European Fashion Heritage Association

Journal Object Focus

EFHA Focus: Teddy Boys in Southend on Sea, 1974


The story of the first subculture – with images from the portfolio of photographers Kevin Lear

‘Teddy Boy’ is the name of one of the first subcultures, originated in the post war period in Britain, and more precisely in London. The subculture came out of a wave of revivalism since, in the early 1950s, wealthy young men in London started being interested in the style of the Edwardian period: the name ‘Teddy’ is in fact short for ‘Edwardian’, and was coined in 1953 by the Daily Express newspaper.
Teddy Boys are considered the first youth group in Britain to differentiate themselves as teenagers, helping create a youth market, for fashion as well as for music, and these are only few of the many reasons why they are fundamental to understand today’s popular culture. Interestingly, not only wealthy people decided to go for this look: many are the account of a working class Edwardian style and fashion that developed in Britain during the 1950s as well. Actually, the working class Edwardian style had been on the street since at least 1951, since the heterogeneous style was more a creation of working class teenagers than to Saville Row tailors and designers.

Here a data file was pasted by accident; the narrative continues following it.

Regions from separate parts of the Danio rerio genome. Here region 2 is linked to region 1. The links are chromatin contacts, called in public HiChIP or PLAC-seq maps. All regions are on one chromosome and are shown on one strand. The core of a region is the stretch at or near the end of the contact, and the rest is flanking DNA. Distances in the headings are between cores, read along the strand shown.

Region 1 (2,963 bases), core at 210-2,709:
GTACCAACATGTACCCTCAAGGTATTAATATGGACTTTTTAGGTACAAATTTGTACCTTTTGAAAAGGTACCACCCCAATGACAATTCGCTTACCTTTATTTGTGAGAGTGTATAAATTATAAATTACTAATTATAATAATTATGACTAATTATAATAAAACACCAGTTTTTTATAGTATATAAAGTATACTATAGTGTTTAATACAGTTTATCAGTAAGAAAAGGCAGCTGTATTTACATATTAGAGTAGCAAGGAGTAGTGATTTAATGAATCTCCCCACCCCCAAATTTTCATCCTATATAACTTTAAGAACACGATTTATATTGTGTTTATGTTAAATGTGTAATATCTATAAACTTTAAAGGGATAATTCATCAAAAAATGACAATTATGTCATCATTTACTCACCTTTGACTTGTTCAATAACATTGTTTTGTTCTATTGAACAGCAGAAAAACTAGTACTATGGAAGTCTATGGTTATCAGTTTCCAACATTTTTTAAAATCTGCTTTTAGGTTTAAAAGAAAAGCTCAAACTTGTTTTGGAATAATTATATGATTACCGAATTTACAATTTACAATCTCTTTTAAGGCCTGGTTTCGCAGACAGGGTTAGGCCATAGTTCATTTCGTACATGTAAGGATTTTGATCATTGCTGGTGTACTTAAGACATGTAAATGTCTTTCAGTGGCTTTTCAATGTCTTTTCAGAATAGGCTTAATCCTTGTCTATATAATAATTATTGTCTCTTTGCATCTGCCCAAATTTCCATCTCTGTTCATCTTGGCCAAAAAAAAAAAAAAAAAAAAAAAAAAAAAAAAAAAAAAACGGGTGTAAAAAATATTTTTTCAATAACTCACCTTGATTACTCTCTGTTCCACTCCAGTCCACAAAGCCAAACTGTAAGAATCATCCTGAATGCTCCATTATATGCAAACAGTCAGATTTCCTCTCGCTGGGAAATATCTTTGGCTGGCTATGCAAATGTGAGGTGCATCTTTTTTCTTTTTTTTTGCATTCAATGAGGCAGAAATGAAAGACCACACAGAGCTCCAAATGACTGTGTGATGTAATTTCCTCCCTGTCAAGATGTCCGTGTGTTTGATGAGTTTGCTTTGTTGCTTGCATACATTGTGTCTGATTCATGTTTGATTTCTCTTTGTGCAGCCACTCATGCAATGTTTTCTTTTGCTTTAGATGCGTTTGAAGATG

The subculture counted girls as well. Teddy girls wore tailored jackets similar to the boys’, pencil or hobble skirts, long plaits, rolled-up American jeans and flat shoes.
The clothes of the teddy boys bore influences from different styles, and was composed by long and slim jackets — with the so-called ‘Italian cut’ – or ‘drape jackets’ part of the American zoot suit, with a velvet trim collar and pocket flaps; and high-waist ‘drainpipe’ tapered trousers. The typical outfit also included a high-necked white shirt and a slim tie or western bolo tie, and elaborate waistcoats. The shoes were usually formal brogues, oxfords, or chunky, crepe-soled shoes known as brothel creepers or beetle crushers. The most common hairstyles included long, strongly-moulded greased hair with a quiff at the front, or the so-called ‘Boston cut’, with the hair was greased straight back.
Although Teds never disappeared, the 1970s saw a rather big revival of the style, well documented by videos and photographs. In this period, Teds were opposed by other subcultures, such as the Punks, who were appropriating Teds’ gear and messing it up. Riots were started in the name of style: a testimony of the importance of the look in modern times.